The last photograph
The extensive photography collection of the late gallerist Peter McLeavey is on display at Adam Art Gallery/Te Pātaka Toi, giving visitors a rare look into the iconic Wellington figure’s life and private obsessions.
Victorious Spring 2018
Still Looking: Peter McLeavey and the Last Photograph is co-curated by Professor Geoffrey Batchen from the Art History programme and alumna Deidra Sullivan, who says this is a singular opportunity for New Zealanders to see an eclectic range of photographic masterworks in one place.
“It’s very unusual to see an exhibition like this here in Wellington,” says Geoffrey. “Peter collected international photography with a real sense of purpose. When he liked a photographer, he collected three or four photographs by them.
“The photographs he had are often the best possible prints available—he bought from the best dealers in the world, and he bought the best.”
After McLeavey’s death in 2015, his widow, Hilary, inherited the collection, but even she has never seen it in its entirety.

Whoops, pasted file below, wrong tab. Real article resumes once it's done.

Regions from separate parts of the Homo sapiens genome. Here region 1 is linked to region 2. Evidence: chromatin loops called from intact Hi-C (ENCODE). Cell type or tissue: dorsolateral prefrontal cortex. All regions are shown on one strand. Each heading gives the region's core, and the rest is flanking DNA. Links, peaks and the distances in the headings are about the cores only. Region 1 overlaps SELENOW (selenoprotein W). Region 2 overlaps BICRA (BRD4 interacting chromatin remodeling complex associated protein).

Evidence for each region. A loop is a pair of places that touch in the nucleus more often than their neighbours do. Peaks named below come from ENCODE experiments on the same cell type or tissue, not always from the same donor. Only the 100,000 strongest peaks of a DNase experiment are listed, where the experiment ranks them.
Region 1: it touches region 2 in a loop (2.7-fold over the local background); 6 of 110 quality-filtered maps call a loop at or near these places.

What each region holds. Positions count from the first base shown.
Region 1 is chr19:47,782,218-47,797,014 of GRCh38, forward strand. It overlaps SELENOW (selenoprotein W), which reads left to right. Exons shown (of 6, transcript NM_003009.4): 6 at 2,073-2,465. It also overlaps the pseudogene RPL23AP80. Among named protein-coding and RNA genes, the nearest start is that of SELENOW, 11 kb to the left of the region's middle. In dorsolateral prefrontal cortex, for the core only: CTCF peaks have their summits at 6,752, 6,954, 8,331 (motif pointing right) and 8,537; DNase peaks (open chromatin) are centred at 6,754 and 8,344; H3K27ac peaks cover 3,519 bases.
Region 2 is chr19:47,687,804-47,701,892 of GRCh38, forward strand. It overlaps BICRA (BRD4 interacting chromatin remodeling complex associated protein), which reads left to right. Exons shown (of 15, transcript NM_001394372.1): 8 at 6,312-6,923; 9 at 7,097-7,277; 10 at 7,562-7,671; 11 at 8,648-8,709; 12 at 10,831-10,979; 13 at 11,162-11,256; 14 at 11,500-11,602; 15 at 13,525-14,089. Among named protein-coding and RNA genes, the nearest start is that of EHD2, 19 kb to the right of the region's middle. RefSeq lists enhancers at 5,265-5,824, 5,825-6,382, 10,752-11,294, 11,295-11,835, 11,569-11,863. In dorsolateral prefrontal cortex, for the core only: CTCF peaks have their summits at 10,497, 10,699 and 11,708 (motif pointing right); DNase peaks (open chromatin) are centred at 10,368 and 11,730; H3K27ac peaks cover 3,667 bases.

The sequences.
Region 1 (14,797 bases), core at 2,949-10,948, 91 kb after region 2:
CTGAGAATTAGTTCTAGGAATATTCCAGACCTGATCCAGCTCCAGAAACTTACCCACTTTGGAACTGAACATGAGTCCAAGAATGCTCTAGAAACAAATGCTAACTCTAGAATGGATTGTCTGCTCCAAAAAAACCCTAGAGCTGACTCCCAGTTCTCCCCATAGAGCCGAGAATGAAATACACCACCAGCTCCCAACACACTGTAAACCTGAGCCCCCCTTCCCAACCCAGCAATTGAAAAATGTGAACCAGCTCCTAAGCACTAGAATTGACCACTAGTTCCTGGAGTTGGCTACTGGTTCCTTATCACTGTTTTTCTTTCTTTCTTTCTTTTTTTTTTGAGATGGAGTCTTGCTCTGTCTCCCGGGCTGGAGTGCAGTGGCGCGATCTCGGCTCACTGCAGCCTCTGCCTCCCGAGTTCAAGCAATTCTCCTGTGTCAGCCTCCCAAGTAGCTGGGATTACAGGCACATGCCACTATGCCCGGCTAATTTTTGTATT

“Peter was quite a private person, and he had a very personal relationship with the pieces he collected—he kept them close to himself,” says Deidra.
The exhibition presents more than 90 photographs from the collection for the first time, including masterpieces from Dorothea Lange, Robert Frank, Francis Frith, and Charles Clifford.
Geoffrey says the collection reveals a lot about the collector, such as his deep connection to Catholicism.
“He often said that he saw his collecting as autobiographical—he collected things that reminded him of his childhood and his Catholic upbringing.”
The show’s enigmatic title refers to a quote from McLeavey about his ongoing quest for ‘the last photograph’, an idea that Deidra says can be read both metaphorically and literally.
First, it refers to his insatiable appetite for collecting photographs: “He used to describe the ‘hunger’ he had to acquire these images,” she says.
“But he also commissioned some portraits from New Zealand photographer Yvonne Todd in 2014, when he was quite ill. And so, in a sense, he commissioned his own ‘last photograph’.”
The exhibition is on until 20 December 2018.